August 31, 2005

Let The Sun Shine

Looking outside today, you'd never know that yesterday we were in the midst of a Tropical Storm and that every school in the city other than The Boy's was closed. It's bright, sunny and hot today. I wouldn't mind it feeling like fall was around the corner, but it only does if you know that the hot misery of August comes before fall. Random thoughts coming up next.

The images of New Orleans and Mississippi are impossible to fathom -- impossible to comprehend. I can't think of anyone I know who lives in that area, although many, many college friends were from there, and I suppose most of their parents are still down there. For the past few days, I've spent a lot of time wondering what's happened to them and praying for their safety and the relative well-being of their homes and possessions. I also ponder the fact that had Justin taken the full tuition scholarship he'd been offered to Tulane's law school instead of coming to Vanderbilt, we'd have known many people in New Orleans and instead of living in Nashville, we could have just as easily decided to stay in New Orleans ourselves. A simple choice of law schools years ago may have decided that we did not lose our home to a hurricane and flooding waters. It's a strange thought.

My little (but much taller than I am) brother flew in yesterday to Tennessee. He's been teaching English in Japan for a year, left there in a typhoon and after a few days in Colorado, arrived in Tennessee during a tropical storm. Poor kid must be getting used to being wet all the time. He'll be visiting around, working and then starting in January at Savannah College of Art and Design on a BFA in painting. I'm signing up to get some paintings before I can't afford his prices. He already has a BA in English and claims he'll be moving on to either a philosophy or sociology degree next. That part is a joke, but no doubt he'll be very desireable to all the highest caliber fast food restaurants with both art and English backgrounds.

On my way to the airport to pick up my brother, I noticed a gas station with gas for $2.49. It was on the wrong side of the street and I was late, so I decided I'd stop on the way back if they hadn't raised the price. They hadn't, I pulled in, put in my credit card and noticed they were changing the signs right then. I never thought I'd be happy to get gas for under (by 1/10th) $2.50, but there you have it. Every other station in town is up around $2.75 or more. I'm glad my car can run on 87 octane.

Robert Reich had a brilliant idea on Marketplace this morning though. Since gas companies have had windfall profits they weren't expecting, we should take them away and give them to people who weren't expecting higher gas prices. Right. That would make it all better. Share the wealth and all that. Riiiiiiiight.

So moving right along --

The Boy seems to be happier at school this week. He got a new bench partner and doesn't have to sit next to the girl he didn't like. He still doesn't like having to be quiet during snack time, but having one short time during the day when he actually has to stop talking is really not such a bad thing.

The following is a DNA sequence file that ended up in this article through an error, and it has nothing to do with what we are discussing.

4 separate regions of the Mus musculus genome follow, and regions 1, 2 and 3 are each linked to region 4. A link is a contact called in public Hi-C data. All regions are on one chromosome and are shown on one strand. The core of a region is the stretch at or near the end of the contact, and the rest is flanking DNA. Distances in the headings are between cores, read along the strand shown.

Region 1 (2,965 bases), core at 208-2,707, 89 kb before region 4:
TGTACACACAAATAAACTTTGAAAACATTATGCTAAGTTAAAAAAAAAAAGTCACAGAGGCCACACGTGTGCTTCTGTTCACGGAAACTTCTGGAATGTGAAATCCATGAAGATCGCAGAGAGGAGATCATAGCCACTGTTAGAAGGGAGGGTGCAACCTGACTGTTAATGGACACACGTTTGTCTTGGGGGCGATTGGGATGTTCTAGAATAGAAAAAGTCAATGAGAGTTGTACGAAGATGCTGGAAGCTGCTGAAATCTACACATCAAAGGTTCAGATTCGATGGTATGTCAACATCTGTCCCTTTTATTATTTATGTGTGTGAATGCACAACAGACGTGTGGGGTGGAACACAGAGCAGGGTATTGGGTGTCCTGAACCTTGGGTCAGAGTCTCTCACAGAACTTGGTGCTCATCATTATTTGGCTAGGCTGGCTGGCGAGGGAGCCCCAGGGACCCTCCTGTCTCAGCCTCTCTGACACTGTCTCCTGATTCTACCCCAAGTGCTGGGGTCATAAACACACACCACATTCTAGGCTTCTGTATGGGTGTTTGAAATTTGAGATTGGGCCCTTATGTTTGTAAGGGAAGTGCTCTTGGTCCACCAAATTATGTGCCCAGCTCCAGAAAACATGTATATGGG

We still haven't gotten the window in our front gable, but it isn't for the window company's lack of trying. The window itself has been ready for several weeks. They called and told us when it came in and we agreed that the contractor would pick it up when he was ready to do the job. Then a week or so later, another person from window company called and wanted to know when they could deliver it. I told him who the contractor was and that it would be picked up when the installer was ready for it. They called and talked to the contractor who does a lot of work for them. I thought there was no problem, except that installation got delayed by the fact that the fiber cement shingles we originally had planned on using turned out to be $1000 per square. Today I ordered cedar shingles that I think will look fabulous and better than the fiber cement ones anyway. I also talked to our contractor and he thought he could do the installation in about 2 weeks -- the shingles will arrive in about 5 days.

Things are moving along. But -- today a man from the window company rang the doorbell and told me he had my window to deliver. As much as I am dying to see how it turned out and would have loved to get a peek, I wasn't about to take delivery of a large window and figure out where to store it for two or more weeks, so I sent him away and told him our contractor was supposed to pick it up. I know they want the other half of the money for the window and I know they are tired of holding onto it for us, but I don't have a place for it to just sit around.

And now the kidlets want attention. I'm reading The Great Brain series to The Boy. My mom read them to me when I was little and I've read them a number of times. Wonderful books and even more exciting -- I didn't know there were eight of them. Growing up, we'd only ever read the first four. Hooray for more books!

August 30, 2005

At Least I don't Have to Water

That's right, after weeks and months with almost no rain at all, I finally do not have to water the garden. Actually, I'm lucky there still is a garden. It is a thoroughly wet and windy day, but I'm very glad to be this far inland and thinking about the people down in Alabama, Mississippi and Louisiana who had to face a really serious storm.

Just as a precaution, we put the kids to bed downstairs last night, figuring correctly that if we did that nothing would happen. Although I guess there are plenty of trees down and power outages around Nashville, our lights never flickered and the trees we just had trimmed up a few months ago stayed intact.

This morning my son's school was about the only one in town open, but I suspect despite their "play outside rain or shine policy" that this will be an indoor day.